I feel, in addition to the new radiator & pressure cap, your car will benefit from the installation of an 79-80C rated thermostat. From my latest research in my car I found that with that range T/stat my temp readings finally mimic my 16 years with my 560SEC readings. In short, I am pleased.

I was sent a 1162000215 by mistake & looks rather different than the 'Gen 2' T/stats I was messing with, and research into MB cooling system designs I found differing details..

With that T/stat, I believe yours is Coolant circuit [2 phase] design as discussed in the enclosed pdf, starting on page 3.

In my photos here: 1162000215 is to the far left and differs as to the seal gasket and an inch long pin off to the side that goes into something called a 'Control Bore'. That pin's sole function is to keep the 'control Bore' free of various schmutz over time. This is Gen 1 territory. The other thermostats have a ball valve to allow the device to bleed air out. As they are similar configuration and settings, they can be used with another application with good result [in my opinion]. During my research into your issue, I looked at R107 thermostats as well... as they have a similar engine & sometimes lower T/sat ratings in catalogs.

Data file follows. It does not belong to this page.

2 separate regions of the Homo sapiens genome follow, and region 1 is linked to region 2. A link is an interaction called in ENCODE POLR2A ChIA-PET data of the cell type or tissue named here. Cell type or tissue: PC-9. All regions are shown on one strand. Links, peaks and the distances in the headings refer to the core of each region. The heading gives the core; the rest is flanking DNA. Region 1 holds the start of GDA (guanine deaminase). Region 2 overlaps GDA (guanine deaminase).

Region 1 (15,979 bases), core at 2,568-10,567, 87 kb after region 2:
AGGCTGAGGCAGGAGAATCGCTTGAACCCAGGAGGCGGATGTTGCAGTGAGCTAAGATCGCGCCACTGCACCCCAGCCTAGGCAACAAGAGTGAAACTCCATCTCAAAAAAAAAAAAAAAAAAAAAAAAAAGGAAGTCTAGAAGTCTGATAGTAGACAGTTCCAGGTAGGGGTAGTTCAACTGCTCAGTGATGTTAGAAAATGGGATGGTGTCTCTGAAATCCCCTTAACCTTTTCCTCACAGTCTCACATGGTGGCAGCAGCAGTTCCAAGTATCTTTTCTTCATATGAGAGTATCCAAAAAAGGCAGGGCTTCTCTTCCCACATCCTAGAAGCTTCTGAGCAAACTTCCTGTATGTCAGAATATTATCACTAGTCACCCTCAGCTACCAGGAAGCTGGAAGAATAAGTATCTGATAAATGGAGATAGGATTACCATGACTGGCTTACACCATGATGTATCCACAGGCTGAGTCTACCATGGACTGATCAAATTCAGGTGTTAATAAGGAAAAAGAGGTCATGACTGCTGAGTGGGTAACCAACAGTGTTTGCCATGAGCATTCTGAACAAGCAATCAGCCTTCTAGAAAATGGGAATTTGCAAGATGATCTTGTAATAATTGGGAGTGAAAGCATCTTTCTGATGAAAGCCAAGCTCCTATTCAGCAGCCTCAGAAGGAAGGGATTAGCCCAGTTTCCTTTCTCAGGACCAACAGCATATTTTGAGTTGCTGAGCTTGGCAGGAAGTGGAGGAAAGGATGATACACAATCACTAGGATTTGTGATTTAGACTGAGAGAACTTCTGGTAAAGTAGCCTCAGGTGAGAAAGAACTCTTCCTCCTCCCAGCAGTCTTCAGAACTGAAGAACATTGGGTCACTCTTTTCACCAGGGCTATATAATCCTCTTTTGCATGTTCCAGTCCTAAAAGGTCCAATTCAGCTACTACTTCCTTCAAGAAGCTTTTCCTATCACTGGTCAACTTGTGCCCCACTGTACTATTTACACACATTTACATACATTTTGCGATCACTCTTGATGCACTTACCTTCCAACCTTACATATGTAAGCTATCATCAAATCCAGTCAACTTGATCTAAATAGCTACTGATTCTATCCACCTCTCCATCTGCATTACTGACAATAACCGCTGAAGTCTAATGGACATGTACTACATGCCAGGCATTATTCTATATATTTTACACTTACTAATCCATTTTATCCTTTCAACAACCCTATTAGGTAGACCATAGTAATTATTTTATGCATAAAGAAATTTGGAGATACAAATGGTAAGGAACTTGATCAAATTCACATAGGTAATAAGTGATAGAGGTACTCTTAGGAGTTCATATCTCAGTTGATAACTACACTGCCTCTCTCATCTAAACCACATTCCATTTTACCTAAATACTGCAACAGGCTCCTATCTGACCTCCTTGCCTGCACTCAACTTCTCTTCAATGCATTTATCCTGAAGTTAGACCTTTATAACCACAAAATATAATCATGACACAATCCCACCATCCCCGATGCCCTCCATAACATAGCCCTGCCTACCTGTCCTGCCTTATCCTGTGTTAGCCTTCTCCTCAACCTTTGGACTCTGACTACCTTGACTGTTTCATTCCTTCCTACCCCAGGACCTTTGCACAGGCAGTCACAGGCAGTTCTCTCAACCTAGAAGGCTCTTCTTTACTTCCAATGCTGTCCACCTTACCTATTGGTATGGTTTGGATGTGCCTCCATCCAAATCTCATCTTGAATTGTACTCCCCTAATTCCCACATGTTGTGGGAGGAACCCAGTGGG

As you can see from the center one & one to the right side, they are of differing lengths & also have different diameter bypass valves at the foot. In my experiences earlier in the Summer, I found neither the overall length or the valve diameter to have negative effects at all. The thermostat temperature rating was the factor delivering the goods. I think you and I IMed about this at the time....

That said, if you can find an 80C T/stat that looks like the one with the pin, I think you'll be right where you want to be.

Here's the PDF on the cooling system too, just in case.

I wish you luck .. I know that '100C_no_matter_what' scenario all too well.

M.
 

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Actually ... it does (IMO). The lower the opening pressure of the relief valve, the higher the temperature gets. Is not in vain that is supposed to open at a certain pressure (1 Bar = 14.5 PSI).
Water boils at 100C at atmospheric pressure. A 14 psi cap won't open until the temperature reaches roughly 125C, (absolute pressure about 2 bar) ergo, the cap will have no bearing on the operating temperature but it will affect the temperature at which the system boils over.
 

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Water boils at 100C at atmospheric pressure. A 14 psi cap won't open until the temperature reaches roughly 125C, (absolute pressure about 2 bar) ergo, the cap will have no bearing on the operating temperature but it will affect the temperature at which the system boils over.